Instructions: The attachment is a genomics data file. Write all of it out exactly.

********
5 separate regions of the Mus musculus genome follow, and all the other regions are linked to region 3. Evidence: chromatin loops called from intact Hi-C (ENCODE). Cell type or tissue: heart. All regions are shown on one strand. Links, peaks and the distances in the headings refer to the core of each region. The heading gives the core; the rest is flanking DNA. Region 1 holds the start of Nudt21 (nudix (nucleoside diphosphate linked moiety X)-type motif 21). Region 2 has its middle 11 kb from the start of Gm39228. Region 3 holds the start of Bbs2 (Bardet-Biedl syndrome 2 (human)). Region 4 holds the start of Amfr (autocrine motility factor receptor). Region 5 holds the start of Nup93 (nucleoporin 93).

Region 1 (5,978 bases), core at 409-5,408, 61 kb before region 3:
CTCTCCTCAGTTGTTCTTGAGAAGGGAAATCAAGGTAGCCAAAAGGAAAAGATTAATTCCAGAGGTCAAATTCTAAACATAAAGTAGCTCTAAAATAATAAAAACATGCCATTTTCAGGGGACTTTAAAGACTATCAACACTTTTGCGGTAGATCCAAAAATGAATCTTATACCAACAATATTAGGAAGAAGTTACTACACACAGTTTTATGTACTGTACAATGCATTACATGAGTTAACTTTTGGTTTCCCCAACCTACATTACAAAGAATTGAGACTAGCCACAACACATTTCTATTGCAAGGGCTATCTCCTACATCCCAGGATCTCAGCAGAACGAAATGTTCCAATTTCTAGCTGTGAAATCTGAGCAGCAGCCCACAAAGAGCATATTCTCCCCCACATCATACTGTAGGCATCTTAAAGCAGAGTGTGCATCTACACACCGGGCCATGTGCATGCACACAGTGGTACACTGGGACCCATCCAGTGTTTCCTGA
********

5 separate regions of the Mus musculus genome follow, and all the other regions are linked to region 3. Evidence: chromatin loops called from intact Hi-C (ENCODE). Cell type or tissue: heart. All regions are shown on one strand. Links, peaks and the distances in the headings refer to the core of each region. The heading gives the core; the rest is flanking DNA. Region 1 holds the start of Nudt21 (nudix (nucleoside diphosphate linked moiety X)-type motif 21). Region 2 has its middle 11 kb from the start of Gm39228. Region 3 holds the start of Bbs2 (Bardet-Biedl syndrome 2 (human)). Region 4 holds the start of Amfr (autocrine motility factor receptor). Region 5 holds the start of Nup93 (nucleoporin 93).

Region 1 (5,978 bases), core at 409-5,408, 61 kb before region 3:
CTCTCCTCAGTTGTTCTTGAGAAGGGAAATCAAGGTAGCCAAAAGGAAAAGATTAATTCCAGAGGTCAAATTCTAAACATAAAGTAGCTCTAAAATAATAAAAACATGCCATTTTCAGGGGACTTTAAAGACTATCAACACTTTTGCGGTAGATCCAAAAATGAATCTTATACCAACAATATTAGGAAGAAGTTACTACACACAGTTTTATGTACTGTACAATGCATTACATGAGTTAACTTTTGGTTTCCCCAACCTACATTACAAAGAATTGAGACTAGCCACAACACATTTCTATTGCAAGGGCTATCTCCTACATCCCAGGATCTCAGCAGAACGAAATGTTCCAATTTCTAGCTGTGAAATCTGAGCAGCAGCCCACAAAGAGCATATTCTCCCCCACATCATACTGTAGGCATCTTAAAGCAGAGTGTGCATCTACACACCGGGCCATGTGCATGCACACAGTGGTACACTGGGACCCATCCAGTGTTTCCTGA